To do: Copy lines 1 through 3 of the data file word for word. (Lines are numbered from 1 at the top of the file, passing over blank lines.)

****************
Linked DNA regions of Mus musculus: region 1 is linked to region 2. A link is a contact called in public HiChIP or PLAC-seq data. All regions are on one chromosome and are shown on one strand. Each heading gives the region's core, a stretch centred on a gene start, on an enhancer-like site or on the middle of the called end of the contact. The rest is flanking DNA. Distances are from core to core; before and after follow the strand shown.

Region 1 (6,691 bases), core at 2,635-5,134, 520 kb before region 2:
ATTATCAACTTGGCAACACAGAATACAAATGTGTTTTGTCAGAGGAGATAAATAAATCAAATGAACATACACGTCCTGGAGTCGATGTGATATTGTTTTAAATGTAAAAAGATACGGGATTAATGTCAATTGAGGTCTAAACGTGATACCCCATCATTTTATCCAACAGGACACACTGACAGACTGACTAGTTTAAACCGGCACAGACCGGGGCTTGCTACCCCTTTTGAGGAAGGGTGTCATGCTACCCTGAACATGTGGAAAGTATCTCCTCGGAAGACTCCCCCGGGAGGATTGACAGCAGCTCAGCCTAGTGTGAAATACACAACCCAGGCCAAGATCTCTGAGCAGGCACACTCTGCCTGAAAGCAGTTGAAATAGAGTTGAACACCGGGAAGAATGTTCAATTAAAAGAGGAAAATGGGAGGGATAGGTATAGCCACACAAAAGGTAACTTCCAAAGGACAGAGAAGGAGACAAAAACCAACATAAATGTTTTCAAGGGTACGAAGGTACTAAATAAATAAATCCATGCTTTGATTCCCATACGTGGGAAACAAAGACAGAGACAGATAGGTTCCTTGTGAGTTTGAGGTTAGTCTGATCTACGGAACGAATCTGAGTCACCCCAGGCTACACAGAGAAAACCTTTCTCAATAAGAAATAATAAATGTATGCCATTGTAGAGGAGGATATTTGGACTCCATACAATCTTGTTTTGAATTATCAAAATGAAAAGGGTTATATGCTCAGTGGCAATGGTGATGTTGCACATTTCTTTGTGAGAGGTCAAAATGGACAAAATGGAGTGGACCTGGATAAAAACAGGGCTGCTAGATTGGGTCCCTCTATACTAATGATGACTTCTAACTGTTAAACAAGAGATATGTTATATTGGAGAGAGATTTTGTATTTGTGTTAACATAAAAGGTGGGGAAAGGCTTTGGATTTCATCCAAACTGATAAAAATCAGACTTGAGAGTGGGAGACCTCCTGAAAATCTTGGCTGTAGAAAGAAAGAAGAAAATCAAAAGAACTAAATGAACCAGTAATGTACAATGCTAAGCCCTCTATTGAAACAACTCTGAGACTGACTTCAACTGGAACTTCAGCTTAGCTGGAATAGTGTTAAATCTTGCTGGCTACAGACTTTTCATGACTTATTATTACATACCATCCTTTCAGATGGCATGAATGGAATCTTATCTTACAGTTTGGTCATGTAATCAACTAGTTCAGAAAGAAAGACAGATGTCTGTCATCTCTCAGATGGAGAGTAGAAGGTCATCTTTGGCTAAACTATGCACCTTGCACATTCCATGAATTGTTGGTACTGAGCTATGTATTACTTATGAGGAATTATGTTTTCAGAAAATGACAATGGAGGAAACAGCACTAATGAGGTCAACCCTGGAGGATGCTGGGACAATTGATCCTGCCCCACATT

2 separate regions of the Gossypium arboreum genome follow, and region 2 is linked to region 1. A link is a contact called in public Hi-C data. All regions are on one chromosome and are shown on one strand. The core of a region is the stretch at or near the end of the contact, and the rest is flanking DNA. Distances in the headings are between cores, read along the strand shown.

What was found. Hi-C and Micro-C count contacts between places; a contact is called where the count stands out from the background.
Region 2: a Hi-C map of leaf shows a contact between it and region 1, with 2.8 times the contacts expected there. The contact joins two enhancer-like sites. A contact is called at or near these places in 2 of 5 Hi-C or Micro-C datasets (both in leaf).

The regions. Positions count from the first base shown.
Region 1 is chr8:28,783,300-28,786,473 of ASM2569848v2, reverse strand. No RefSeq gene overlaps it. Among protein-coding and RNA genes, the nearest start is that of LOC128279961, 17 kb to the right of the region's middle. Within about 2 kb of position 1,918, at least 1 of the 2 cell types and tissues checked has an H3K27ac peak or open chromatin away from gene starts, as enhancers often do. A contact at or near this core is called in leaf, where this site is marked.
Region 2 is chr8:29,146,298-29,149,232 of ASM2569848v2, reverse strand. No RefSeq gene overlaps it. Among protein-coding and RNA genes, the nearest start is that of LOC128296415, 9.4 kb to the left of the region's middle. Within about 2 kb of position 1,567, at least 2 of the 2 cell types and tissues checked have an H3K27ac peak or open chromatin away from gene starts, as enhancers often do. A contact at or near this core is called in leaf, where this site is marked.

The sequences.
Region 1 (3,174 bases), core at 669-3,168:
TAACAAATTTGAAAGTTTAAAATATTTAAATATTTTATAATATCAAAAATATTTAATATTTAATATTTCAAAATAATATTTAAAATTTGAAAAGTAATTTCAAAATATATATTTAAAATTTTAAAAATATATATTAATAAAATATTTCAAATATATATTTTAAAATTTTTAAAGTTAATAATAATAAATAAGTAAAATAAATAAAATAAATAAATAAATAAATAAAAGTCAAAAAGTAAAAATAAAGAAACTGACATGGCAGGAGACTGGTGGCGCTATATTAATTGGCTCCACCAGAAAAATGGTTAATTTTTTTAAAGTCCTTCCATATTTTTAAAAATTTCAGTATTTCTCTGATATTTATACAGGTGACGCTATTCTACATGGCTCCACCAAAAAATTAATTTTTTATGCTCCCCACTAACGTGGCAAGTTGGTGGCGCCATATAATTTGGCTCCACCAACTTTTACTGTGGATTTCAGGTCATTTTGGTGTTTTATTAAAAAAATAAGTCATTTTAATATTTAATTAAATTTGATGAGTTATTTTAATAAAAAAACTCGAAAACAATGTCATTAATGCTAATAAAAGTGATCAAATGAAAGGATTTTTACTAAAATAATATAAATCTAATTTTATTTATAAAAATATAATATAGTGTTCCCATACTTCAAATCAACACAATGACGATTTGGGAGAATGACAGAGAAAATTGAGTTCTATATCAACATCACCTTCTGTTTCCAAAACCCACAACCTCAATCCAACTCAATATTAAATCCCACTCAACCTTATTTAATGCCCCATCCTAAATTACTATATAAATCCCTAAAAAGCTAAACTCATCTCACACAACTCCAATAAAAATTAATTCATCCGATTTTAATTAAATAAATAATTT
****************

Linked DNA regions of Mus musculus: region 1 is linked to region 2. A link is a contact called in public HiChIP or PLAC-seq data. All regions are on one chromosome and are shown on one strand. Each heading gives the region's core, a stretch centred on a gene start, on an enhancer-like site or on the middle of the called end of the contact. The rest is flanking DNA. Distances are from core to core; before and after follow the strand shown.

Region 1 (6,691 bases), core at 2,635-5,134, 520 kb before region 2:
ATTATCAACTTGGCAACACAGAATACAAATGTGTTTTGTCAGAGGAGATAAATAAATCAAATGAACATACACGTCCTGGAGTCGATGTGATATTGTTTTAAATGTAAAAAGATACGGGATTAATGTCAATTGAGGTCTAAACGTGATACCCCATCATTTTATCCAACAGGACACACTGACAGACTGACTAGTTTAAACCGGCACAGACCGGGGCTTGCTACCCCTTTTGAGGAAGGGTGTCATGCTACCCTGAACATGTGGAAAGTATCTCCTCGGAAGACTCCCCCGGGAGGATTGACAGCAGCTCAGCCTAGTGTGAAATACACAACCCAGGCCAAGATCTCTGAGCAGGCACACTCTGCCTGAAAGCAGTTGAAATAGAGTTGAACACCGGGAAGAATGTTCAATTAAAAGAGGAAAATGGGAGGGATAGGTATAGCCACACAAAAGGTAACTTCCAAAGGACAGAGAAGGAGACAAAAACCAACATAAATGTTTTCAAGGGTACGAAGGTACTAAATAAATAAATCCATGCTTTGATTCCCATACGTGGGAAACAAAGACAGAGACAGATAGGTTCCTTGTGAGTTTGAGGTTAGTCTGATCTACGGAACGAATCTGAGTCACCCCAGGCTACACAGAGAAAACCTTTCTCAATAAGAAATAATAAATGTATGCCATTGTAGAGGAGGATATTTGGACTCCATACAATCTTGTTTTGAATTATCAAAATGAAAAGGGTTATATGCTCAGTGGCAATGGTGATGTTGCACATTTCTTTGTGAGAGGTCAAAATGGACAAAATGGAGTGGACCTGGATAAAAACAGGGCTGCTAGATTGGGTCCCTCTATACTAATGATGACTTCTAACTGTTAAACAAGAGATATGTTATATTGGAGAGAGATTTTGTATTTGTGTTAACATAAAAGGTGGGGAAAGGCTTTGGATTTCATCCAAACTGATAAAAATCAGACTTGAGAGTGGGAGACCTCCTGAAAATCTTGGCTGTAGAAAGAAAGAAGAAAATCAAAAGAACTAAATGAACCAGTAATGTACAATGCTAAGCCCTCTATTGAAACAACTCTGAGACTGACTTCAACTGGAACTTCAGCTTAGCTGGAATAGTGTTAAATCTTGCTGGCTACAGACTTTTCATGACTTATTATTACATACCATCCTTTCAGATGGCATGAATGGAATCTTATCTTACAGTTTGGTCATGTAATCAACTAGTTCAGAAAGAAAGACAGATGTCTGTCATCTCTCAGATGGAGAGTAGAAGGTCATCTTTGGCTAAACTATGCACCTTGCACATTCCATGAATTGTTGGTACTGAGCTATGTATTACTTATGAGGAATTATGTTTTCAGAAAATGACAATGGAGGAAACAGCACTAATGAGGTCAACCCTGGAGGATGCTGGGACAATTGATCCTGCCCCACATT